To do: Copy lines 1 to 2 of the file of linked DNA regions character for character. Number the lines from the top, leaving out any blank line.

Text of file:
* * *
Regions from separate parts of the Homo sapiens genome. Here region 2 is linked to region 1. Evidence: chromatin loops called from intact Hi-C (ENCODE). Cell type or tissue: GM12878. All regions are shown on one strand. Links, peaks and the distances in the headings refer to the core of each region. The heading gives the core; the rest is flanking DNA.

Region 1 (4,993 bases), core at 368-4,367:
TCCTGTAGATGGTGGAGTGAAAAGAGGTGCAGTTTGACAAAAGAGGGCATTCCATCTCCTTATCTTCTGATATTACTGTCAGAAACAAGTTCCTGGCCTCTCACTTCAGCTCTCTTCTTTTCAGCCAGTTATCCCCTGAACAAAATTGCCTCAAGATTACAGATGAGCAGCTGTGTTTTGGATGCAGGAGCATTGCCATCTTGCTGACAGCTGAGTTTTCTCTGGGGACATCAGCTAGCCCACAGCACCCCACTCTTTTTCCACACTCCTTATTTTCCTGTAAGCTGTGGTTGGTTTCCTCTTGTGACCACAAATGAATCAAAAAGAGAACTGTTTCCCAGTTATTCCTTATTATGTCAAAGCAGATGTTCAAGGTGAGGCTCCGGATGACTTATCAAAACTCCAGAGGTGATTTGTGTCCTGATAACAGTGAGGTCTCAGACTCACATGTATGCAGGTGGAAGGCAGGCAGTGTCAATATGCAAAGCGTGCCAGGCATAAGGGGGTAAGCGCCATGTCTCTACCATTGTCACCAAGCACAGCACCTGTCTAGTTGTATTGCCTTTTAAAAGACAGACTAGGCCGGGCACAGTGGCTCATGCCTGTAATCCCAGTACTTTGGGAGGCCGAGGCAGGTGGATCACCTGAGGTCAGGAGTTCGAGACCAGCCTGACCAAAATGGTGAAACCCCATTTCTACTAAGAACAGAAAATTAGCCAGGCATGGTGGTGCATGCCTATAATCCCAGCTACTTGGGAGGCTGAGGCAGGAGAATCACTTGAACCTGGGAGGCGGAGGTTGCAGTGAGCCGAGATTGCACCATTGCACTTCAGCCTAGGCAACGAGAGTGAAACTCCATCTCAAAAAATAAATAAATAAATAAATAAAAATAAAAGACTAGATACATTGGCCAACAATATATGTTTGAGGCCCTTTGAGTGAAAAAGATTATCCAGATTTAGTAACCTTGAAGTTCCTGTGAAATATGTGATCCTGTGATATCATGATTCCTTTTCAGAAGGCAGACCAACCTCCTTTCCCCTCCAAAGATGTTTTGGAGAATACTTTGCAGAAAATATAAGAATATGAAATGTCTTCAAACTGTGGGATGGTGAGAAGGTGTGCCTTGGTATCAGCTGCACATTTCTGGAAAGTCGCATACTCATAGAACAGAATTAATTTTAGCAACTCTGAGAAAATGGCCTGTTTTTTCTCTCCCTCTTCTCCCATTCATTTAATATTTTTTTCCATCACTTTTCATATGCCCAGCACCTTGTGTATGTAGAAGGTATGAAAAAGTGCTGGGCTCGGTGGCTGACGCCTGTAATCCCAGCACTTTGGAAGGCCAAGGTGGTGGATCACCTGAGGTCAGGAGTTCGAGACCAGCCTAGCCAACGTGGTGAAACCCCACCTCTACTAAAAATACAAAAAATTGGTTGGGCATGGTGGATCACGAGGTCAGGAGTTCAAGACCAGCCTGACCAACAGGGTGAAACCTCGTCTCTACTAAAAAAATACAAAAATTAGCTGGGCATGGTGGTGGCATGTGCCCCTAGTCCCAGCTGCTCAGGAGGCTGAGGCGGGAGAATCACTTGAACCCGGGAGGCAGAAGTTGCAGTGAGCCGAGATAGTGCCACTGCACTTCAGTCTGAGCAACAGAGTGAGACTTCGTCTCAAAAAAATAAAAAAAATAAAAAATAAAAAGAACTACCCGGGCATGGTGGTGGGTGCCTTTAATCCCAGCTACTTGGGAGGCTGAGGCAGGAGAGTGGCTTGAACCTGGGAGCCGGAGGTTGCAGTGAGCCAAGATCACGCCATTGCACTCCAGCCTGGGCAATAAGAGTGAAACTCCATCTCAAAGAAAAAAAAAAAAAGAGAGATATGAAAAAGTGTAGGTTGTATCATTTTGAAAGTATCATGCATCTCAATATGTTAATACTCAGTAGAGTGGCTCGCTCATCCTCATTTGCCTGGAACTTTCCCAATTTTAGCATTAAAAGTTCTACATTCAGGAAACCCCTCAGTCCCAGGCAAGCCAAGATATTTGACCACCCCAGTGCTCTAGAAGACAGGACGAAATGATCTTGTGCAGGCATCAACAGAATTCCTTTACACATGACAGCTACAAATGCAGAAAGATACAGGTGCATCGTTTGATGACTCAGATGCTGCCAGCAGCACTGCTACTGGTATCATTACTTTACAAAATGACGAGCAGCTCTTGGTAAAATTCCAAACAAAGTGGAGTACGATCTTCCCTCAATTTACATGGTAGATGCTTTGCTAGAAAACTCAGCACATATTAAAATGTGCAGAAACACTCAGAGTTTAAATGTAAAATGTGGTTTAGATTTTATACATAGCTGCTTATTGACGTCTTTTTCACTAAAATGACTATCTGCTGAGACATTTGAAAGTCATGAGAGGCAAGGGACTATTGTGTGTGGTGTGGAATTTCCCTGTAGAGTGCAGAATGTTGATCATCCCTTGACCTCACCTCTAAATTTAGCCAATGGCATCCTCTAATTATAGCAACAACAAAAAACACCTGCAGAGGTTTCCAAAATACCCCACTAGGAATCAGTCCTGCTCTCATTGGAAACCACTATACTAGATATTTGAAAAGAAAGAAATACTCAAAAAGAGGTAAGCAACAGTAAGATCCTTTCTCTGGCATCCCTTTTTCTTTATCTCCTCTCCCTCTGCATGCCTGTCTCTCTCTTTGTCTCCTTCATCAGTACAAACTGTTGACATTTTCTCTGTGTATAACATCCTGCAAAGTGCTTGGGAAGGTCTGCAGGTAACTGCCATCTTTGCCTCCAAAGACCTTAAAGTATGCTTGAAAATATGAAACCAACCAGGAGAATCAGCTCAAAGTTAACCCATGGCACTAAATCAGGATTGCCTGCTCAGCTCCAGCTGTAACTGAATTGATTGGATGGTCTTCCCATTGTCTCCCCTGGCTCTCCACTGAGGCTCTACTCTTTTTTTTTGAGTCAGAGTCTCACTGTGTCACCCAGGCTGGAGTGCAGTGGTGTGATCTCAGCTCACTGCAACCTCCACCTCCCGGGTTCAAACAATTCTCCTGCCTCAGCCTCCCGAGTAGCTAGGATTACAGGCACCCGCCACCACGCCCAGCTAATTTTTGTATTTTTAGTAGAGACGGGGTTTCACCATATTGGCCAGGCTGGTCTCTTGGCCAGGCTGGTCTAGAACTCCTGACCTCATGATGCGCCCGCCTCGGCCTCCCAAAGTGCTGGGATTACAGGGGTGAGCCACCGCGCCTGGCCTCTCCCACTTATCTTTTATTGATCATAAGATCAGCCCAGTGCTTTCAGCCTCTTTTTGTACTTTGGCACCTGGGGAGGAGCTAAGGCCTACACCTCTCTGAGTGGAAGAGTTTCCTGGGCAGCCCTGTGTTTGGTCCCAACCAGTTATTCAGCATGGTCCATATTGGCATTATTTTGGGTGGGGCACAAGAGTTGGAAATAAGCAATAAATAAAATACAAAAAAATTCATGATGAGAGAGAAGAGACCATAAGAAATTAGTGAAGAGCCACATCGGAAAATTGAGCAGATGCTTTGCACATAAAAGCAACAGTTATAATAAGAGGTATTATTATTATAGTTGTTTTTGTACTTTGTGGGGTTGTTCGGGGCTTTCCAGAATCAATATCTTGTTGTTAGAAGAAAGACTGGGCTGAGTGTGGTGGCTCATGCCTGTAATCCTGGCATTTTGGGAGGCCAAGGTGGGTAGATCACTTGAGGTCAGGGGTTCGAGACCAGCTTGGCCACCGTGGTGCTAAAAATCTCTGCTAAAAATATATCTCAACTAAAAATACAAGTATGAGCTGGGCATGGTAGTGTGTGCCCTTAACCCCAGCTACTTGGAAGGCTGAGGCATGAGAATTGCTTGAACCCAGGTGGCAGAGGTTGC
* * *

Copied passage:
Regions from separate parts of the Homo sapiens genome. Here region 2 is linked to region 1. Evidence: chromatin loops called from intact Hi-C (ENCODE). Cell type or tissue: GM12878. All regions are shown on one strand. Links, peaks and the distances in the headings refer to the core of each region. The heading gives the core; the rest is flanking DNA.

Region 1 (4,993 bases), core at 368-4,367: